Metro-Goldwyn-Mayer (MGM), Ghost House Pictures, Vertigo Entertainment,

Sam Rockwell, Rosemarie DeWitt, Jared Harris, Jane Adams, Saxon Sharbino, Kyle Catlett, Kennedi Clements

The Bowen Family has moved into a new home. Times are rough for them as Eric (Sam Rockwell) has been laid off and his wife Amy (Rosemarie DeWitt) is a writer who hasn’t written anything new recently. They have three children. Very soon strange things start happening in this haunted house, and the youngest daughter is carried away into another dimension. Things get worse, so they call in a paranormal investigator from TV along with a professional psychic to help get their daughter back and find a way to get out of the house. This is a reboot (remake) of the original 1984 Stephen Speilberg classic film of the same name.

When people try to remake a movie, there are really two paths that they try to take. Either it’s a true to the original scene for scene remake or it’s a completely different take on the story that is sometimes not even a resemblance of the original. This one is somewhere in the middle. Certainly the names have been changed and the story is a lot different in a few ways, but not so different that you don’t know exactly what’s coming. Things like the girl hearing voices in the TV and the rope from the closet that ends up in the middle of the ceiling downstairs are exactly the same. The child eating tree is here as is a lot of other things. The house is even similar looking. I tried really hard to find out if there was a relationship to the first film, and other than a dinner party where someone mentions a relative of his lived in that neighborhood that was built over an abandoned cemetery. But it’s never really clear if there is anything to that or not. That was odd the way they handled that scene as it didn’t give you any conclusion to come to. So how does this compare to the original. Well, in my opinion it’s not even close. Certainly the actors in the first were much more compelling. This one is a bit like cardboard cutouts of the original. The other thing is that it’s certainly been updated to modern technologies, so we’re dealing with a flat screen TV this time, along with iPads and laptops and smart phones. The cast is not nearly as likeable as the first. It’s as if they’re trying to make us dislike them right from the start. It’s hard to feel sorry for them when all but the youngest are really unlikable. Stephen Speilberg, in an interview, once explained that the movie ET was his dream about alien life and promise for a better future, and Poltergeist was his nightmare. Nightmare it is. The new technology special effects are really eye popping, and the 3-D does add a little to the enjoyment, although it’s not really that well done. I got the feeling that I was a looking into a little box that was the screen and everything in the box was in 3-D, but nothing came out towards us or outside the 3rd wall which was the surface of the screen. It was kind of weird that way. Also, there are some scary moments that scare the heck out of you. It’s pretty creepy. But when you remember the 1984 original, this will still pale in comparison to the original chills. Poltergeist 1984 was one of the scariest horror films of that time. This one is not nearly as memorable as that first one which nailed the paranormal in a way that every film since then has drawn upon. But I think there is a good audience for this film, and a lot of reasons to watch it. First, of course, there are millions of teenagers who have never seen the original and who do not share the experience of the first time we saw that. These are the ticket buyers for this kind of film, and it will be fresh and new to them, and the updated technology will make more sense to them that the 1980’s time frame. Secondly, those of us who do recall the original fondly, will be apt to want to see this just to compare and reflect on the terrible nightmares the first one gave us back then. That’s all good, and worth the effort. This is a short film, only 90 minutes, and so it feels a bit rushed, but that’s OK. The thing to be aware of though is that once you watch this, you’ll be strongly driven to look back to the first one again, as though this film is good enough, it’s not as satisfying as the original film was.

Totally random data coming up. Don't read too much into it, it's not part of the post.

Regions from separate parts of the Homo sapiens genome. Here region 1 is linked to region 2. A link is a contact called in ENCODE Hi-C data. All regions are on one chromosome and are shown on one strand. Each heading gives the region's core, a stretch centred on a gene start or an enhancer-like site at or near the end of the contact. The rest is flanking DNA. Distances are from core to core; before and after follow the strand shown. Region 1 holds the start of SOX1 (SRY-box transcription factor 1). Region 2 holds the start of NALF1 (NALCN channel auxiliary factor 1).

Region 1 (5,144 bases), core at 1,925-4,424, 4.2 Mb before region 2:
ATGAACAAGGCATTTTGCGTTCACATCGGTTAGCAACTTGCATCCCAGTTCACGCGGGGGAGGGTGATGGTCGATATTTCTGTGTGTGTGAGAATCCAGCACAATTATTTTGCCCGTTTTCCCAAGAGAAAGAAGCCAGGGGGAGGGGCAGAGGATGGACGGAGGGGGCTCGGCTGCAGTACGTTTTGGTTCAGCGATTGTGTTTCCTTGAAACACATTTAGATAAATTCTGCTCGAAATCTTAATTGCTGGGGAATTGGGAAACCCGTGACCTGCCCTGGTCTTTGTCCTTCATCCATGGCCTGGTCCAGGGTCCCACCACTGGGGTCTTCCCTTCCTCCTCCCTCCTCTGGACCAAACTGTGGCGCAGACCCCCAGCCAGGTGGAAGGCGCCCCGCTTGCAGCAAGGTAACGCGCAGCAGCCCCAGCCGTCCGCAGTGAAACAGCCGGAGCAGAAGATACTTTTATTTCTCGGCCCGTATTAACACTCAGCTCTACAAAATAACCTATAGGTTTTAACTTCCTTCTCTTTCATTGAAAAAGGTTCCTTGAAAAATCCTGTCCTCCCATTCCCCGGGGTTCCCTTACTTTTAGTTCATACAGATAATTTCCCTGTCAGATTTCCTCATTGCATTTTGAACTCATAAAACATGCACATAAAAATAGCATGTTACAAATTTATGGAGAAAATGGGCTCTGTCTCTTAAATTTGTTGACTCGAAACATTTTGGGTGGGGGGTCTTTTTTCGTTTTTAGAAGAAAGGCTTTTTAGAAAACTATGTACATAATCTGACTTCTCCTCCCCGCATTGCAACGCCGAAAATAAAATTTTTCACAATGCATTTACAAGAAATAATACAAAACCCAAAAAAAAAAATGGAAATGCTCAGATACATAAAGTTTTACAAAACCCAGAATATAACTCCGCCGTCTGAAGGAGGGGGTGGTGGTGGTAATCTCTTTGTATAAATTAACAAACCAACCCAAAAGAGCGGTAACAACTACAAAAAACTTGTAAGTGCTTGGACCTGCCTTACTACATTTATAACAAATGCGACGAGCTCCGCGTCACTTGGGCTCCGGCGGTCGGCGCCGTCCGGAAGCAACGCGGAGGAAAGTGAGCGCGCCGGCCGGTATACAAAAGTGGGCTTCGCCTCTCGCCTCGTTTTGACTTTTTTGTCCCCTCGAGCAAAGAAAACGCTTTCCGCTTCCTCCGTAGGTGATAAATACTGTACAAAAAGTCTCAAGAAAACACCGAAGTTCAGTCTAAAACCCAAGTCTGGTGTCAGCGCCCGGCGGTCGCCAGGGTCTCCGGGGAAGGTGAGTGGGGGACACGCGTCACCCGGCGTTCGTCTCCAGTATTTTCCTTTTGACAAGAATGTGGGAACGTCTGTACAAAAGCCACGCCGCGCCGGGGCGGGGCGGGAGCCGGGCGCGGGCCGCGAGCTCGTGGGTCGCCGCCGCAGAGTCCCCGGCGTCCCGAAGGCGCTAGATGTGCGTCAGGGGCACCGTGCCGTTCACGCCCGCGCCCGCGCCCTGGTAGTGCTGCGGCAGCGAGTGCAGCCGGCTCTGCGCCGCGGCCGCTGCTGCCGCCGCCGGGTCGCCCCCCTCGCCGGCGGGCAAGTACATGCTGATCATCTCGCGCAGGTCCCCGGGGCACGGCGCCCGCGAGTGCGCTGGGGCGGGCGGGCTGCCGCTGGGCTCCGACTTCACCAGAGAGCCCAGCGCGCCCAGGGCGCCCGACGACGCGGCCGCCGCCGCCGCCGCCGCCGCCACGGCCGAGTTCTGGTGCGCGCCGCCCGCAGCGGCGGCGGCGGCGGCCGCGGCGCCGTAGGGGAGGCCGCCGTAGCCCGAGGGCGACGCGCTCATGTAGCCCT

EdG – EdsReview Dot Com – A Movie Review Blog



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